What are your thoughts? Have you found any other approaches that work equally well?

Are we succeeding with an enterprise transformation?

Over the past few years I’ve had the amazing opportunity to work with over 65 different teams in various levels of small, medium, and large businesses.  In each case I was either leading the teams or advising the teams on how to become more adaptive.  When I joined LeadingAgile, I was thrilled to have access to the systems and tools that Mike and Dennis had employed and discovered while working with the hundreds (if not thousands) of teams that they had coached over the years.

One of the first tools that I encountered was a set of adoption attributes that we could share with a team to would help the team learn about how teams operates when they are valuing: (1) individuals and interactions over processes and tools,  (2) working software over comprehensive documentation, (3) collaboration over contract negotiation, and (4) responding to change over following a plan… or the agile manifesto.

From the adoption attributes I was able to work with a team to both show them the areas where they were seeing good adoption as well as the areas where they need to grow.  This was incredibly helpful for the team and me as it provided a spot light into areas where I could target coaching while at the same time giving the team the opportunity to grant me permission to coach in that area.

As time went on, I had more and more opportunities to participate in organizational assessments that were aimed at understanding the organization’s business drivers, identifying their change management concerns, and identifying a pilot slice of the to-be value delivery structure where the transformation should start.  Throughout this process I learned more and more on the adoption attributes and began thinking holistically around how to establish a repeatable system of transformation that was oriented around multiple phases of adoption.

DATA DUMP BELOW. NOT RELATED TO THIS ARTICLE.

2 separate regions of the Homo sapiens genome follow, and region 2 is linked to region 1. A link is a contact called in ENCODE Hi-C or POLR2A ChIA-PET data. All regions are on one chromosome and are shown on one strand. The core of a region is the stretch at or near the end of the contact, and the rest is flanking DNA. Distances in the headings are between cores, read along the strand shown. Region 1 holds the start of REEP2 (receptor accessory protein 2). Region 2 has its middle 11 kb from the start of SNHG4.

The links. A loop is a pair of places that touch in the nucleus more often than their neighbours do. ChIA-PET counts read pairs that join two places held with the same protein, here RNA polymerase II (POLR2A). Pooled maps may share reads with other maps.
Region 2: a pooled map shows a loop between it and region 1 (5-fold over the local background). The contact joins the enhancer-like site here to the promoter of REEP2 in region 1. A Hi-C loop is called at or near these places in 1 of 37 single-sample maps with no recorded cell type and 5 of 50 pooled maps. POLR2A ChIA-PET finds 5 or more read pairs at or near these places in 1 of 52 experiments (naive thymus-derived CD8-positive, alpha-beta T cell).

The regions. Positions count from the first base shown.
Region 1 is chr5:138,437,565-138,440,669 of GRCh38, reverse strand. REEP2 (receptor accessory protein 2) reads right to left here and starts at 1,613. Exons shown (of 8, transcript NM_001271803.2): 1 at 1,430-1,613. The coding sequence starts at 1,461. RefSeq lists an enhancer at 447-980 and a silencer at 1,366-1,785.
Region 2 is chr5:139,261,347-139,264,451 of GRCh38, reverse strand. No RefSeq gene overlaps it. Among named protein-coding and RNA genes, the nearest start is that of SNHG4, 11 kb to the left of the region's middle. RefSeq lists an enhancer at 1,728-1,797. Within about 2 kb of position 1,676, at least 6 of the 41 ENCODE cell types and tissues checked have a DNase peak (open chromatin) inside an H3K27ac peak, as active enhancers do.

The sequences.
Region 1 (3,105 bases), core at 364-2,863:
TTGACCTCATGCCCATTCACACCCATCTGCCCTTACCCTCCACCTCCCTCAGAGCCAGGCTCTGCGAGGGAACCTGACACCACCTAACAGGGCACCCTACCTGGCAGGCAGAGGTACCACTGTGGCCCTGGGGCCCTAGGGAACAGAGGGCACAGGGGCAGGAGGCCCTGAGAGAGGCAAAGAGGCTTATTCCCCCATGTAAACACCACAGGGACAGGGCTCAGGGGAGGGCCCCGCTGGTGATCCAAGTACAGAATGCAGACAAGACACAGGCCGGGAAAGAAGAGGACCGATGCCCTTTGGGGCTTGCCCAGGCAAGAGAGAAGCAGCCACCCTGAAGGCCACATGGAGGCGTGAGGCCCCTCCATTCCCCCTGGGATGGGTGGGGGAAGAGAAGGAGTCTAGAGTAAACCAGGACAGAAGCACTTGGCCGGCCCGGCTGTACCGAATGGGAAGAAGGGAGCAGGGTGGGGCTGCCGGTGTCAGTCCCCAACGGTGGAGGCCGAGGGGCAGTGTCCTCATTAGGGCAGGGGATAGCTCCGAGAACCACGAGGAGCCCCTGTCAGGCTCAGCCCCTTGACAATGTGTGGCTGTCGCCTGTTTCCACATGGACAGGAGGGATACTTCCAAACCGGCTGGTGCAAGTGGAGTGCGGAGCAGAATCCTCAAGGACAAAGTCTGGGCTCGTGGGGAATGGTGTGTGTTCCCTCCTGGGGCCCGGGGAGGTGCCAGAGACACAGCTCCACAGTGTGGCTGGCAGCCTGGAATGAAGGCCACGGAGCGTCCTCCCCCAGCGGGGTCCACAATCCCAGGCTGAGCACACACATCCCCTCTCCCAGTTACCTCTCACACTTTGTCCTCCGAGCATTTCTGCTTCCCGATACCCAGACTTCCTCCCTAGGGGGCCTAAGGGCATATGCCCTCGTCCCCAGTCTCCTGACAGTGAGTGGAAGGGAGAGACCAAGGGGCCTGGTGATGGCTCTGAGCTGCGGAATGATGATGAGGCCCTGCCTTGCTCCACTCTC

Phase 1: Become predictable

Phase 2: Make risk and dependencies visible

Phase 3: Organize around capabilities to reduce or eliminate external dependencies

Phase 4: Streamline the delivery system

Phase 5: Fast ROI with quality and predictability (end-state business drivers)

This proved really helpful when framing up a roadmap for a transformation and thinking about it as an iterative and incremental process.  I was able to work with both teams and business leaders to clarify a pathway towards the end-state that didn’t require me to solve all of the adoption problems at the same time.  My initial hypothesis was that each of the phases would have different metrics to inform me that the key goal of the phase had been accomplished.

What I found, though, was that changing the metrics from phase to phase inspired confusion about how to know if the organization’s transformation was succeeding in delivering on the initial business drivers.  In addition, I found that hitting phase 5 based on the adoption characteristics would indicate that a slice of the organization has adopted practices that could help deliver the business drivers in spirit; but, isn’t actually using business metrics to help them clarify along the way to ensure that they are able to deliver fast roi with quality and predictability.

My question then became, how can I best use the business drivers’ key performance indicators as a focusing point for throughout the transformation.  One of the tools I came across for connecting the various perspectives of a organizations health to the organizations KPI’s was the balanced scorecard.

So… here is my question/new hypothesis: is it true that for a transformation to really deliver the end-state goal, it needs to be measured through the organization’s balanced scorecard or other business metric dashboard?  I think this is true and I also would advise that a transformation not be nesessarily deemed a success until the scorecard demonstrates that the business is responding to change, accomplishing fast ROI with the desire quality and predictability within their markets.

Thoughts?

Thanks!

Read the next article in this series